The Girl in the Spider’s Web movie review: Fede Alvarez's reboot feels like a substandard fan film
The Girl in the Spider’s Web feels like a third tier film put together for the express purpose of annoying its viewers.
castClaire Foy, Sverrir Gudnason, Lakeith Stanfield, Sylvia Hoeks, Stephen Merchant
What happens when you take a perfectly good product, dilute it a little bit after slapping it onto a shiny new box, and when no one buys it you dilute it again and try to sell it to people? For one, you end up with a lot of irate customers and secondly, you invite a fairly large amount of ridicule for using the worst possible tactics in an effort to sell substandard product. This is, unfortunately how The Girl in the Spider’s Web feels – like a third tier film put together for the express purpose of annoying its viewers.
It is surprising how bad The Girl in the Spider’s Web is considering Fede Alvarez is credited as director. This is a guy who turned the Evil Dead reboot from a potential fan roasting to a cult classic and then upped his game even further with the unique and thrilling Don’t Breathe. There is nothing unique or thrilling, however, about this film because it feels like a crappy fan film one finds on YouTube. Why it feels like this is immediately clarified when you realise that the film is based on David Lagercrantz’s book which is widely accepted as one of the worst in the series.
This is more of a reboot than a sequel, so even if you missed the Fincher remake, you won’t have a hard time catching up the events in this film. We’re once again introduced to Lisbeth Salander (this time played by Claire Foy) who is now a full blown hacking expert who moonlights as the digital Robin Hood. Things take a turn when she is contacted by Frans (Stephen Merchant) who turns out to be the creator of Firewall, a code that serves as a big red button for some nuclear weapons. Fearing that it may be put to ill use, Frans hands Salander the task of retrieving the codes – but since this is a movie things don’t go according to plan.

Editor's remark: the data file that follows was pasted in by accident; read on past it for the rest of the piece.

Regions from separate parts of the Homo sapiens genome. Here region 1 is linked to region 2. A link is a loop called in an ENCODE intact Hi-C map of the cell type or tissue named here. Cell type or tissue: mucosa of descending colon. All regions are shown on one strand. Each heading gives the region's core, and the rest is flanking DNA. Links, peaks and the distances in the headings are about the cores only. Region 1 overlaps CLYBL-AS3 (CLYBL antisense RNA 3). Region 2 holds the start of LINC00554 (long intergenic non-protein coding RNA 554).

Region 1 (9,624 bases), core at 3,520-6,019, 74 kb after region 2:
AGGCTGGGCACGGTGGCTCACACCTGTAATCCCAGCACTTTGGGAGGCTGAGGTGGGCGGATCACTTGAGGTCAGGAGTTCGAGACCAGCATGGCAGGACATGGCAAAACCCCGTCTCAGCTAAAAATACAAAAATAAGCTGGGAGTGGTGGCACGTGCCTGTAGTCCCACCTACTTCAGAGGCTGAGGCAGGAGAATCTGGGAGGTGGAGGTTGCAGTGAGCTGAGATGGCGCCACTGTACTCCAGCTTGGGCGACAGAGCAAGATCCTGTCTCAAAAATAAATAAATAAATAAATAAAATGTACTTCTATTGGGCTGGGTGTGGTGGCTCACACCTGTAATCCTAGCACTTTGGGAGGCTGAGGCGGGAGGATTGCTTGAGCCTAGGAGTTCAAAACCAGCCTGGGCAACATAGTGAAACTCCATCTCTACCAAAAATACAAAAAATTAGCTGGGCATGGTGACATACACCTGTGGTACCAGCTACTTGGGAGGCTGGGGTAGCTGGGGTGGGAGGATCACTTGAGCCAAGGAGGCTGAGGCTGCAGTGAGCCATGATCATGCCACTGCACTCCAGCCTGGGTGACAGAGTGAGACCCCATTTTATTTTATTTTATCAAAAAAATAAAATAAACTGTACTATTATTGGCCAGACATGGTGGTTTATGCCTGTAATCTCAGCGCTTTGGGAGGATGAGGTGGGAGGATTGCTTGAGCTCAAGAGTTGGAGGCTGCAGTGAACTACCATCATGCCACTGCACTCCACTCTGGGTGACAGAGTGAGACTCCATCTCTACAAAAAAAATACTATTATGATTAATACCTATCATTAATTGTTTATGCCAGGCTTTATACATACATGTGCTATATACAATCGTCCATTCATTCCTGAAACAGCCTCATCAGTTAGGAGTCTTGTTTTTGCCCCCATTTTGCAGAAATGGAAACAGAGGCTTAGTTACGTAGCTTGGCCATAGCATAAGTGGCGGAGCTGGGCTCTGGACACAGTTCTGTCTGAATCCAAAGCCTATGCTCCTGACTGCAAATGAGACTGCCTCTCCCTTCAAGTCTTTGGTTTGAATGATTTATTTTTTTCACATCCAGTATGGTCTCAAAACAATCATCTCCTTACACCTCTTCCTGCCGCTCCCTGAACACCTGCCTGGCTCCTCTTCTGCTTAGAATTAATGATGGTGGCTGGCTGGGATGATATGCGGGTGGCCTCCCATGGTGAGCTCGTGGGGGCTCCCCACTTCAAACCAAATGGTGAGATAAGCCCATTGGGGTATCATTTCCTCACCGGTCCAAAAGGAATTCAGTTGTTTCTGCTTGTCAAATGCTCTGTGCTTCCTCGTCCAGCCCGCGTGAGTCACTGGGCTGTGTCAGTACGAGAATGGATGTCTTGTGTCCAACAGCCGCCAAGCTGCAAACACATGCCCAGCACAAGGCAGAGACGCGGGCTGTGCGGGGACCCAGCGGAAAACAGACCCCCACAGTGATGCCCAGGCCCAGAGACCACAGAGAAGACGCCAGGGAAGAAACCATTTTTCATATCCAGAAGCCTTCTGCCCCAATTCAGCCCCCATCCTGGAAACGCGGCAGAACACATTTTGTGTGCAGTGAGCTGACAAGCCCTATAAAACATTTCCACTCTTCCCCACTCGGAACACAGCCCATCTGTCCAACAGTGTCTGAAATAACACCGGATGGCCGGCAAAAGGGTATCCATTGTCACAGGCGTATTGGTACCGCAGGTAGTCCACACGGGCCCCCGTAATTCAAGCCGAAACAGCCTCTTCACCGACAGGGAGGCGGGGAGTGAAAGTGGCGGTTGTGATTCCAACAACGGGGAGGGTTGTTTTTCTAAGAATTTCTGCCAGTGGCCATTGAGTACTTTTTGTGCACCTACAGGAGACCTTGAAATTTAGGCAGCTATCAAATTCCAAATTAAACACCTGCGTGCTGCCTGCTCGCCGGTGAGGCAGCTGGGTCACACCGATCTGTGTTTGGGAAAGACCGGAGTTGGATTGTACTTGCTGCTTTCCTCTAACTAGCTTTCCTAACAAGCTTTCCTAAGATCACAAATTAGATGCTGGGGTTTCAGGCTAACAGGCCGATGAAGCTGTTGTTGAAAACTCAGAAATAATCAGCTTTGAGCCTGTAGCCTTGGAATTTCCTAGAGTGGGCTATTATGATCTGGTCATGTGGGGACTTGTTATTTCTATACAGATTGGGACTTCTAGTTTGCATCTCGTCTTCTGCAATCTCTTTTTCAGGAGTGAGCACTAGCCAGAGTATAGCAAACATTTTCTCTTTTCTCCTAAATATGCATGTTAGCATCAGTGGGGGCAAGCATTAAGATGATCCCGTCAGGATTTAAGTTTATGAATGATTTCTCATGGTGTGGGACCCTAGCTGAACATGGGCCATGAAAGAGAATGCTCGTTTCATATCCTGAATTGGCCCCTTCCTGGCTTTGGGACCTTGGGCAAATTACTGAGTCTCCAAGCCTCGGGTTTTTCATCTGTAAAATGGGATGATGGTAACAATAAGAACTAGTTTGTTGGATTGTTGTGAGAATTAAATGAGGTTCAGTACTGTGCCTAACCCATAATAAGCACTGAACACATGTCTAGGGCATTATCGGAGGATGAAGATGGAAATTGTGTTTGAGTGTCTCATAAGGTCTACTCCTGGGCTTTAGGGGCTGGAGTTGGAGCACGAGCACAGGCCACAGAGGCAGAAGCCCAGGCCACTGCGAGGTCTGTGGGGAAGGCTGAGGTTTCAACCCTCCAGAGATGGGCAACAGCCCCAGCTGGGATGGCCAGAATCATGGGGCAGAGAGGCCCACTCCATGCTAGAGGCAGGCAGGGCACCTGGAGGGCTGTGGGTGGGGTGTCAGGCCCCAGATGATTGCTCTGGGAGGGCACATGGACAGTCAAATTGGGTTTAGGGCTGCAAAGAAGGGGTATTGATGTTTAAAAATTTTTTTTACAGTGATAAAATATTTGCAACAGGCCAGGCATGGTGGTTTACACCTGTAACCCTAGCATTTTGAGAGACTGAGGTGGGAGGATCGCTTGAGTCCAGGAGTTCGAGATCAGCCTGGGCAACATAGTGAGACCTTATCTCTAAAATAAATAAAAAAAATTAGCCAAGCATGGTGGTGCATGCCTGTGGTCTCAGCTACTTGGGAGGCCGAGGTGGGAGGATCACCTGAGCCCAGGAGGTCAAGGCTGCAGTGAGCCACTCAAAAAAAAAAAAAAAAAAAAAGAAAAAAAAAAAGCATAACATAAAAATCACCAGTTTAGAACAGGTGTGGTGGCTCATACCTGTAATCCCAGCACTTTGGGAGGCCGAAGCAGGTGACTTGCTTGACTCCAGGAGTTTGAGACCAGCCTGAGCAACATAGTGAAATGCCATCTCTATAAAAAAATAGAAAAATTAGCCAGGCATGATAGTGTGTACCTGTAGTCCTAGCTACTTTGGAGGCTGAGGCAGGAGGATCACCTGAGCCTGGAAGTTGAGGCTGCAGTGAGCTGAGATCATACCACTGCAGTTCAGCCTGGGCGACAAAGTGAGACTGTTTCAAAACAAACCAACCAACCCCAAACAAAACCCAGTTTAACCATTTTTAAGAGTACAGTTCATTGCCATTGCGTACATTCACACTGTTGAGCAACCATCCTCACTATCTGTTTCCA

The problem with the film is that it feels too desperate to look cool and be as gritty as the previous installments. The visual elements stand out only because they seem like cheap knock offs of the earlier films. This includes Foy as Salander who seems like she’s cosplaying as the character as opposed to totally disappearing into the role the way Rooney Mara and Noomi Rapace did. The plot veers into Jason Bourne territory so there’s a curious emphasis on the action, but it is bland, and the lack of a big budget shows in pretty much every instance. Salander’s skill set of hacking is given a ‘coolth’ that is only reminiscent of the 90’s camp classic Hackers, which is made even worse by how serious the plot is.
There are also some questionable deus ex machina moments that are strictly utilised to pull Salander out of danger repeatedly, which somewhat undermines the spirit of the character because it seems like she gets over her problems only due to something being handed, rather than her finding it and kicking ass. The original films and even Fincher’s remake had a pulpy streak to them, and they embraced all manners of human nastiness; this film however sanitises everything that was risqué in the previous films. Whoever thought that turning an adult store into a kids’ toy factory would sell toys is obviously on the wrong side of the creative arts industry.
Laal Singh Chaddha movie review: A remake that does some things better than Forrest Gump, some things mindlessly worse
Laal Singh Chaddha completely avoids commenting on the divisive forces pervading India today. Instead, it panders to those very forces in its representation of Muslims.
A visibly tired-looking Akshay Kumar plays an elder brother obsessed with marrying off his 4 sisters.
Ariyippu (Declaration) movie review: Misogyny collides with corruption and alienation in a compelling COVID-time saga
In his fourth film as a director, Mahesh Narayanan depicts the oppression of women, including physical violence, at home and at work without ever seeking to titillate. Ariyippu features stellar performances by Divya Prabha and Kunchacko Boban.